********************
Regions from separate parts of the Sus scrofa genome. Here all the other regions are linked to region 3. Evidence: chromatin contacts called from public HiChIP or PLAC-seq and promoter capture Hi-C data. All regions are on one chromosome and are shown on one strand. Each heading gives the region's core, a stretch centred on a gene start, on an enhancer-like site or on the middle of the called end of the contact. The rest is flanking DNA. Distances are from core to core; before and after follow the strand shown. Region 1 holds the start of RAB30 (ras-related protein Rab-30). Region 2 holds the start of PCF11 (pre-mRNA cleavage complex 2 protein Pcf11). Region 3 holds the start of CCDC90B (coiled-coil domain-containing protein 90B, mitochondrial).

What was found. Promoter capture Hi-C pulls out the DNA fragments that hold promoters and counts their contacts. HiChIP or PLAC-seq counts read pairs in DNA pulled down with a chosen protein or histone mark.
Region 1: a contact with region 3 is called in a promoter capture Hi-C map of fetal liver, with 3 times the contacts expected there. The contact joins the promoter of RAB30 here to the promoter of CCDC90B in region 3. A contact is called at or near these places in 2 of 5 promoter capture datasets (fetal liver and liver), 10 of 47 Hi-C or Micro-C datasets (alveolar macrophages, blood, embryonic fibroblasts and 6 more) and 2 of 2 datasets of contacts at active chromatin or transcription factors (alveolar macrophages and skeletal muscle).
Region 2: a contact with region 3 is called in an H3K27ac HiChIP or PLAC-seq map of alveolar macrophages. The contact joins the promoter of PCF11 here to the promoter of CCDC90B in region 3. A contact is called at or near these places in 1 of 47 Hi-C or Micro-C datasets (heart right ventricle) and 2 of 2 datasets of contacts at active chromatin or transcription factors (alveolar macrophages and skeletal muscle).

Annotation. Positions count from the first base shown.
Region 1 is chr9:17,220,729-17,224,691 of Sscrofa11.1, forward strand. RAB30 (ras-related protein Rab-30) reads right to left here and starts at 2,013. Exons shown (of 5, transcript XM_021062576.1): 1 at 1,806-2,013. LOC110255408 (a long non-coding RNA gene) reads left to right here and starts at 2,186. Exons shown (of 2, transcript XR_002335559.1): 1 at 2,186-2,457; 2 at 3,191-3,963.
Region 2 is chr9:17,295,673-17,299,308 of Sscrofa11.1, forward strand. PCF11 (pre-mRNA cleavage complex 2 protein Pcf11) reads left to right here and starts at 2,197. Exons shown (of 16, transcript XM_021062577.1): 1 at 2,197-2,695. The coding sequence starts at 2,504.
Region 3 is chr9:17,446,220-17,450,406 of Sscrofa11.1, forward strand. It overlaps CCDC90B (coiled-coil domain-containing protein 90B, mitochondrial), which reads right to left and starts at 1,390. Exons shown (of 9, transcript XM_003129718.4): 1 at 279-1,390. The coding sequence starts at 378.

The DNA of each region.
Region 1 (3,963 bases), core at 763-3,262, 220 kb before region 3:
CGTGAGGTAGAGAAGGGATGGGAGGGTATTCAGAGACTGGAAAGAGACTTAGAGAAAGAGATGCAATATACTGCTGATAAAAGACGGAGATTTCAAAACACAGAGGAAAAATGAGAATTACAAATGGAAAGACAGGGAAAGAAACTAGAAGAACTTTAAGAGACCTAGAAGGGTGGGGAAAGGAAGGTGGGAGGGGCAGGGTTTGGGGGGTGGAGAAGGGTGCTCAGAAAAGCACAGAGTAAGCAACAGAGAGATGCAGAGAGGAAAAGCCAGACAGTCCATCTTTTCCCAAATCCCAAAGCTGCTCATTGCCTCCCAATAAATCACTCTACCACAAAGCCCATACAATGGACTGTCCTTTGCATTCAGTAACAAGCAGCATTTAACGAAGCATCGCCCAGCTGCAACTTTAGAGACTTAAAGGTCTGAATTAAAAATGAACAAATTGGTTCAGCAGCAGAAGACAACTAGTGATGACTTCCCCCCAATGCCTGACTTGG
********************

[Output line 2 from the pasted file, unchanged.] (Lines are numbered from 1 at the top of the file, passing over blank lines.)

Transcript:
What was found. Promoter capture Hi-C pulls out the DNA fragments that hold promoters and counts their contacts. HiChIP or PLAC-seq counts read pairs in DNA pulled down with a chosen protein or histone mark.